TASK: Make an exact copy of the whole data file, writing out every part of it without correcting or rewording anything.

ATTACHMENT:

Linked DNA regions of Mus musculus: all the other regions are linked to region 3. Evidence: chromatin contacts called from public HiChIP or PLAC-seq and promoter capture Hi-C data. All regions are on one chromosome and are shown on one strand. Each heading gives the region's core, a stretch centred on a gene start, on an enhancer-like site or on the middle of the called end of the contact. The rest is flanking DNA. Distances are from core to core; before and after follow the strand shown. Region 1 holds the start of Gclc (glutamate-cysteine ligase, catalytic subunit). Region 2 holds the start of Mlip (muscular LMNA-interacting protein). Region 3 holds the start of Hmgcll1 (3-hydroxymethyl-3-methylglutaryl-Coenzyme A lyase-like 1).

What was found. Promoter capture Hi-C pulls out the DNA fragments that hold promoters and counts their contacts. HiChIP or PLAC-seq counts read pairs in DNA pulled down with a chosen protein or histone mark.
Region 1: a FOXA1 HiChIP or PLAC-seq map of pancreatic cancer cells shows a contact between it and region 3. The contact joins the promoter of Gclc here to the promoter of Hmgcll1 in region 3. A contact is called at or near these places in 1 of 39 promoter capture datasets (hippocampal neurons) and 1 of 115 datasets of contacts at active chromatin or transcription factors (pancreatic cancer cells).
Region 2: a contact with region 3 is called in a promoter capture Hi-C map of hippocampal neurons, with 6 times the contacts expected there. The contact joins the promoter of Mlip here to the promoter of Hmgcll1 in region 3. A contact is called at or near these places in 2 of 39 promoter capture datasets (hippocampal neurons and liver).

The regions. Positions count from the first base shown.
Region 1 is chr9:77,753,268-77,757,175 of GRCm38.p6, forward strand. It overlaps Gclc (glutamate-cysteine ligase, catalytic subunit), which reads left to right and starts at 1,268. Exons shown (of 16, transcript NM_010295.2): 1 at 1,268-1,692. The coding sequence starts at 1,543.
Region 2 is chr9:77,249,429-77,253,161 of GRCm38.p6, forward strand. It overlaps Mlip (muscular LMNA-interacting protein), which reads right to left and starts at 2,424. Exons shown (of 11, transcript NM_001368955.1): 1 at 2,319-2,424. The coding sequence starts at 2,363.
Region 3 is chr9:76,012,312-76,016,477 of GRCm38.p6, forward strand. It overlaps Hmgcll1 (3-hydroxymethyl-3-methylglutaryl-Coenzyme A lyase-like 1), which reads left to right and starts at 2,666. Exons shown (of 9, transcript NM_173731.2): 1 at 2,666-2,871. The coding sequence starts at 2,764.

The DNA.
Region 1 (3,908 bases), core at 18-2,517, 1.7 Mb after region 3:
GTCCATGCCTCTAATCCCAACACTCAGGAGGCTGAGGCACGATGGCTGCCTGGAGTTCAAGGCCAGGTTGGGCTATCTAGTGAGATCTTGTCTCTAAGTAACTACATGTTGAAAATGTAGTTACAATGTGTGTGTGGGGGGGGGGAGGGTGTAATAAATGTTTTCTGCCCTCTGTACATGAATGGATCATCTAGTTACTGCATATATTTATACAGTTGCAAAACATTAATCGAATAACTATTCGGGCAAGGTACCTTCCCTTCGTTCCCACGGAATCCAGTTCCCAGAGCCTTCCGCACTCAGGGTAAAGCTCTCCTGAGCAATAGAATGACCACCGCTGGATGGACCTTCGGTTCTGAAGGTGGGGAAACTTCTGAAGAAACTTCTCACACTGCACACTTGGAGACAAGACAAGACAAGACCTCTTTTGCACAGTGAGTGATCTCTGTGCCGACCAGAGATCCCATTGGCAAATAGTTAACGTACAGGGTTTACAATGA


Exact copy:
Linked DNA regions of Mus musculus: all the other regions are linked to region 3. Evidence: chromatin contacts called from public HiChIP or PLAC-seq and promoter capture Hi-C data. All regions are on one chromosome and are shown on one strand. Each heading gives the region's core, a stretch centred on a gene start, on an enhancer-like site or on the middle of the called end of the contact. The rest is flanking DNA. Distances are from core to core; before and after follow the strand shown. Region 1 holds the start of Gclc (glutamate-cysteine ligase, catalytic subunit). Region 2 holds the start of Mlip (muscular LMNA-interacting protein). Region 3 holds the start of Hmgcll1 (3-hydroxymethyl-3-methylglutaryl-Coenzyme A lyase-like 1).

What was found. Promoter capture Hi-C pulls out the DNA fragments that hold promoters and counts their contacts. HiChIP or PLAC-seq counts read pairs in DNA pulled down with a chosen protein or histone mark.
Region 1: a FOXA1 HiChIP or PLAC-seq map of pancreatic cancer cells shows a contact between it and region 3. The contact joins the promoter of Gclc here to the promoter of Hmgcll1 in region 3. A contact is called at or near these places in 1 of 39 promoter capture datasets (hippocampal neurons) and 1 of 115 datasets of contacts at active chromatin or transcription factors (pancreatic cancer cells).
Region 2: a contact with region 3 is called in a promoter capture Hi-C map of hippocampal neurons, with 6 times the contacts expected there. The contact joins the promoter of Mlip here to the promoter of Hmgcll1 in region 3. A contact is called at or near these places in 2 of 39 promoter capture datasets (hippocampal neurons and liver).

The regions. Positions count from the first base shown.
Region 1 is chr9:77,753,268-77,757,175 of GRCm38.p6, forward strand. It overlaps Gclc (glutamate-cysteine ligase, catalytic subunit), which reads left to right and starts at 1,268. Exons shown (of 16, transcript NM_010295.2): 1 at 1,268-1,692. The coding sequence starts at 1,543.
Region 2 is chr9:77,249,429-77,253,161 of GRCm38.p6, forward strand. It overlaps Mlip (muscular LMNA-interacting protein), which reads right to left and starts at 2,424. Exons shown (of 11, transcript NM_001368955.1): 1 at 2,319-2,424. The coding sequence starts at 2,363.
Region 3 is chr9:76,012,312-76,016,477 of GRCm38.p6, forward strand. It overlaps Hmgcll1 (3-hydroxymethyl-3-methylglutaryl-Coenzyme A lyase-like 1), which reads left to right and starts at 2,666. Exons shown (of 9, transcript NM_173731.2): 1 at 2,666-2,871. The coding sequence starts at 2,764.

The DNA.
Region 1 (3,908 bases), core at 18-2,517, 1.7 Mb after region 3:
GTCCATGCCTCTAATCCCAACACTCAGGAGGCTGAGGCACGATGGCTGCCTGGAGTTCAAGGCCAGGTTGGGCTATCTAGTGAGATCTTGTCTCTAAGTAACTACATGTTGAAAATGTAGTTACAATGTGTGTGTGGGGGGGGGGAGGGTGTAATAAATGTTTTCTGCCCTCTGTACATGAATGGATCATCTAGTTACTGCATATATTTATACAGTTGCAAAACATTAATCGAATAACTATTCGGGCAAGGTACCTTCCCTTCGTTCCCACGGAATCCAGTTCCCAGAGCCTTCCGCACTCAGGGTAAAGCTCTCCTGAGCAATAGAATGACCACCGCTGGATGGACCTTCGGTTCTGAAGGTGGGGAAACTTCTGAAGAAACTTCTCACACTGCACACTTGGAGACAAGACAAGACAAGACCTCTTTTGCACAGTGAGTGATCTCTGTGCCGACCAGAGATCCCATTGGCAAATAGTTAACGTACAGGGTTTACAATGA